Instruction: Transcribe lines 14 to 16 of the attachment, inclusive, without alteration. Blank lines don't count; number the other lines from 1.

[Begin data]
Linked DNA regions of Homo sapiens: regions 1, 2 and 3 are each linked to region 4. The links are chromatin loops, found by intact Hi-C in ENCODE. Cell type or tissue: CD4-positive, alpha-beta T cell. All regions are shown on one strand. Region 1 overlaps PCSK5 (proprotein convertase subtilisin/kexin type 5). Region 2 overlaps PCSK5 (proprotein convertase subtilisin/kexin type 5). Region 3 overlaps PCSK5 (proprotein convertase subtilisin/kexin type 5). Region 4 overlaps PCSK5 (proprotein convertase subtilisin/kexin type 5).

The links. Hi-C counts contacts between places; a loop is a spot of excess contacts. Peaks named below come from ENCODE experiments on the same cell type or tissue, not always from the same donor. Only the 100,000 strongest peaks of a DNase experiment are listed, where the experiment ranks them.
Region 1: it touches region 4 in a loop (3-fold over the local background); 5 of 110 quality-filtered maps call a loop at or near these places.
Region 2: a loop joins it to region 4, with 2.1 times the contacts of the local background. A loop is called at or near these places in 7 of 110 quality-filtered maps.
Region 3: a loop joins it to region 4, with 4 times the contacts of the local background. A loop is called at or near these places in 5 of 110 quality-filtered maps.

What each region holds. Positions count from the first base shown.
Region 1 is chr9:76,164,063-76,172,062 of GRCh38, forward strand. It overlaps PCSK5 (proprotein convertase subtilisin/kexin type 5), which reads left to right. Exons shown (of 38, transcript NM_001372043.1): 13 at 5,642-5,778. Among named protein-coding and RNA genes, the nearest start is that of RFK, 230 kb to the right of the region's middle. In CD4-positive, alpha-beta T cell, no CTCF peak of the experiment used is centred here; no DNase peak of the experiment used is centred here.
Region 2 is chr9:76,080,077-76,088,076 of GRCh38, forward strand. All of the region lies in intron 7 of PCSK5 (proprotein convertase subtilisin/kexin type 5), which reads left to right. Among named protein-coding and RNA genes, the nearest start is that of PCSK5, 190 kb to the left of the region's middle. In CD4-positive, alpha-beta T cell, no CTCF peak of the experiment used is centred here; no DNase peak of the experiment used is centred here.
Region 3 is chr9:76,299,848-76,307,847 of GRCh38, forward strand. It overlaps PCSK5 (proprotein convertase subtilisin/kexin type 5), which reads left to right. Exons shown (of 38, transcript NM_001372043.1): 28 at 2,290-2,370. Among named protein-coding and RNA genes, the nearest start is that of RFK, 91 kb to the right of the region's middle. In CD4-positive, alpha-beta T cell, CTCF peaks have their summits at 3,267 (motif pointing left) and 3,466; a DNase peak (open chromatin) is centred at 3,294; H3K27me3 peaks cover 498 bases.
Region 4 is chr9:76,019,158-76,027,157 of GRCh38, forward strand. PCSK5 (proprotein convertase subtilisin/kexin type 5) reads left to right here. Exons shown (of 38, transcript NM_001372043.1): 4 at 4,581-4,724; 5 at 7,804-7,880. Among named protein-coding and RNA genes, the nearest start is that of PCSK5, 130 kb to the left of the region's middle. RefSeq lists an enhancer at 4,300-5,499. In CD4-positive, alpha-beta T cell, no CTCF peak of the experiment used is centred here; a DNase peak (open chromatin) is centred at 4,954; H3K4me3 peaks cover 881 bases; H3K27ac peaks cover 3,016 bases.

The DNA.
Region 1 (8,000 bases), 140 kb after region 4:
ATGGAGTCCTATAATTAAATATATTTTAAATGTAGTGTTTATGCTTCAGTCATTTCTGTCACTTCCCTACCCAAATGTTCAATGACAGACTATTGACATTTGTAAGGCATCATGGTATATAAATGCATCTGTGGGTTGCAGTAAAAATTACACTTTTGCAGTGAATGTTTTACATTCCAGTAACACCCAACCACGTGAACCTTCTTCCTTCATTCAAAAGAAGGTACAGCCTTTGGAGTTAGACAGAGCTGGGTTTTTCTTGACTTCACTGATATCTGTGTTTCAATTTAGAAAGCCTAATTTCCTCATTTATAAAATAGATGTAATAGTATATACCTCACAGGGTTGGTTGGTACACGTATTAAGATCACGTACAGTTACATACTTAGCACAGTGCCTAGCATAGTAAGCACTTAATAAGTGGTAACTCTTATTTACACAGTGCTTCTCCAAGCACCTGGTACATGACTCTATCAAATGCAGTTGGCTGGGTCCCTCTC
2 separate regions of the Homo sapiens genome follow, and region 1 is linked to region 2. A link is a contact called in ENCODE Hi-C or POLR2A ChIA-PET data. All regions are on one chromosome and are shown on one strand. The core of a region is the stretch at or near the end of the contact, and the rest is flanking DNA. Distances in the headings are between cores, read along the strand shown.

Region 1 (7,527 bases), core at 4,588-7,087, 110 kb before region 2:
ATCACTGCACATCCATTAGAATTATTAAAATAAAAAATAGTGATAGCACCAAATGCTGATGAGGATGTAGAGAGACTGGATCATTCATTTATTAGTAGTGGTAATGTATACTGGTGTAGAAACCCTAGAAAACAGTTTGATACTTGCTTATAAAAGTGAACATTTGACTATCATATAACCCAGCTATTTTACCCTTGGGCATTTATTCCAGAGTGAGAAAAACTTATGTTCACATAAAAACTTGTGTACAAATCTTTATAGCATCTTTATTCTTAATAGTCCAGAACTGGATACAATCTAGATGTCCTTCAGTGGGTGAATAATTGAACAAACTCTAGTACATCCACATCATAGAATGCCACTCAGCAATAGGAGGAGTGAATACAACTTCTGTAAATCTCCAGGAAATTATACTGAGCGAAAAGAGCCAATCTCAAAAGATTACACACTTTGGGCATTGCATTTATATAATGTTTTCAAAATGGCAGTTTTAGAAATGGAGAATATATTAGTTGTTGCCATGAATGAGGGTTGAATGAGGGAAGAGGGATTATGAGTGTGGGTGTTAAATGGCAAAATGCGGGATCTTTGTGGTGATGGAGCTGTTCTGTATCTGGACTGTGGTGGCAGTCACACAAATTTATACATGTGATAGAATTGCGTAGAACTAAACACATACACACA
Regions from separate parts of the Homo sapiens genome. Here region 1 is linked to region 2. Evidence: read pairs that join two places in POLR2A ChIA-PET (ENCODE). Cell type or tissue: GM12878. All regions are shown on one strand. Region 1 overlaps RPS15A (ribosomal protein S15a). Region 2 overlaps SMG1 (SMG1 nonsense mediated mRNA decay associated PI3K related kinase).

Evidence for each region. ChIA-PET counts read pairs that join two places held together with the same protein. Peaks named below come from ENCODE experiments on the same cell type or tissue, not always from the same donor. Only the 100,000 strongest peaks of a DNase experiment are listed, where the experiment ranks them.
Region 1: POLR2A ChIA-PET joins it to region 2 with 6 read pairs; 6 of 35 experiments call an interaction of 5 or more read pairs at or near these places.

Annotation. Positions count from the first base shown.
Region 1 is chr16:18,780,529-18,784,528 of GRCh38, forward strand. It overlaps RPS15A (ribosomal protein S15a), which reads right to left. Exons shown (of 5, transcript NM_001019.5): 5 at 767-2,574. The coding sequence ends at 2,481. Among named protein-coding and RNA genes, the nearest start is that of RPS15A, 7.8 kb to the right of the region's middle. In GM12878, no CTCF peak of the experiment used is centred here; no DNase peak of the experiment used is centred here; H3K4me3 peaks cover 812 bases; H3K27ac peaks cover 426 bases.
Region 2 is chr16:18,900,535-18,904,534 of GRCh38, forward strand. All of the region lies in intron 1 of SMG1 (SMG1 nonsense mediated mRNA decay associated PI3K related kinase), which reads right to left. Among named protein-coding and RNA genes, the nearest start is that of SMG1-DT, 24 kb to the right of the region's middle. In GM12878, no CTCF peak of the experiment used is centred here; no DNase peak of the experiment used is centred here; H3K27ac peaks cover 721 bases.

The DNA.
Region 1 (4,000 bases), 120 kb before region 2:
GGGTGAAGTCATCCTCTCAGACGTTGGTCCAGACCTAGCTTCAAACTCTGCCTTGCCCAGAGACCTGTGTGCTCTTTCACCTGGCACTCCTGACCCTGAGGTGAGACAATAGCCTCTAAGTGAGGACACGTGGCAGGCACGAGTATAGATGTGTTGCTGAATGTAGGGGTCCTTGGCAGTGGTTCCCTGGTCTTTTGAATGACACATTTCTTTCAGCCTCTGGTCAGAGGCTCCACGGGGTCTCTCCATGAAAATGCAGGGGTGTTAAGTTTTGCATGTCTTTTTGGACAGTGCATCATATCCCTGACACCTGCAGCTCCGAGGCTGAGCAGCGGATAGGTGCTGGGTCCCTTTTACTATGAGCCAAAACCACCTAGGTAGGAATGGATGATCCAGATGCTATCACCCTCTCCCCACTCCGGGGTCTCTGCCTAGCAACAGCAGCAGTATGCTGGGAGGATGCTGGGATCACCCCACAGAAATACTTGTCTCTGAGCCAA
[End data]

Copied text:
2 separate regions of the Homo sapiens genome follow, and region 1 is linked to region 2. A link is a contact called in ENCODE Hi-C or POLR2A ChIA-PET data. All regions are on one chromosome and are shown on one strand. The core of a region is the stretch at or near the end of the contact, and the rest is flanking DNA. Distances in the headings are between cores, read along the strand shown.

Region 1 (7,527 bases), core at 4,588-7,087, 110 kb before region 2:
ATCACTGCACATCCATTAGAATTATTAAAATAAAAAATAGTGATAGCACCAAATGCTGATGAGGATGTAGAGAGACTGGATCATTCATTTATTAGTAGTGGTAATGTATACTGGTGTAGAAACCCTAGAAAACAGTTTGATACTTGCTTATAAAAGTGAACATTTGACTATCATATAACCCAGCTATTTTACCCTTGGGCATTTATTCCAGAGTGAGAAAAACTTATGTTCACATAAAAACTTGTGTACAAATCTTTATAGCATCTTTATTCTTAATAGTCCAGAACTGGATACAATCTAGATGTCCTTCAGTGGGTGAATAATTGAACAAACTCTAGTACATCCACATCATAGAATGCCACTCAGCAATAGGAGGAGTGAATACAACTTCTGTAAATCTCCAGGAAATTATACTGAGCGAAAAGAGCCAATCTCAAAAGATTACACACTTTGGGCATTGCATTTATATAATGTTTTCAAAATGGCAGTTTTAGAAATGGAGAATATATTAGTTGTTGCCATGAATGAGGGTTGAATGAGGGAAGAGGGATTATGAGTGTGGGTGTTAAATGGCAAAATGCGGGATCTTTGTGGTGATGGAGCTGTTCTGTATCTGGACTGTGGTGGCAGTCACACAAATTTATACATGTGATAGAATTGCGTAGAACTAAACACATACACACA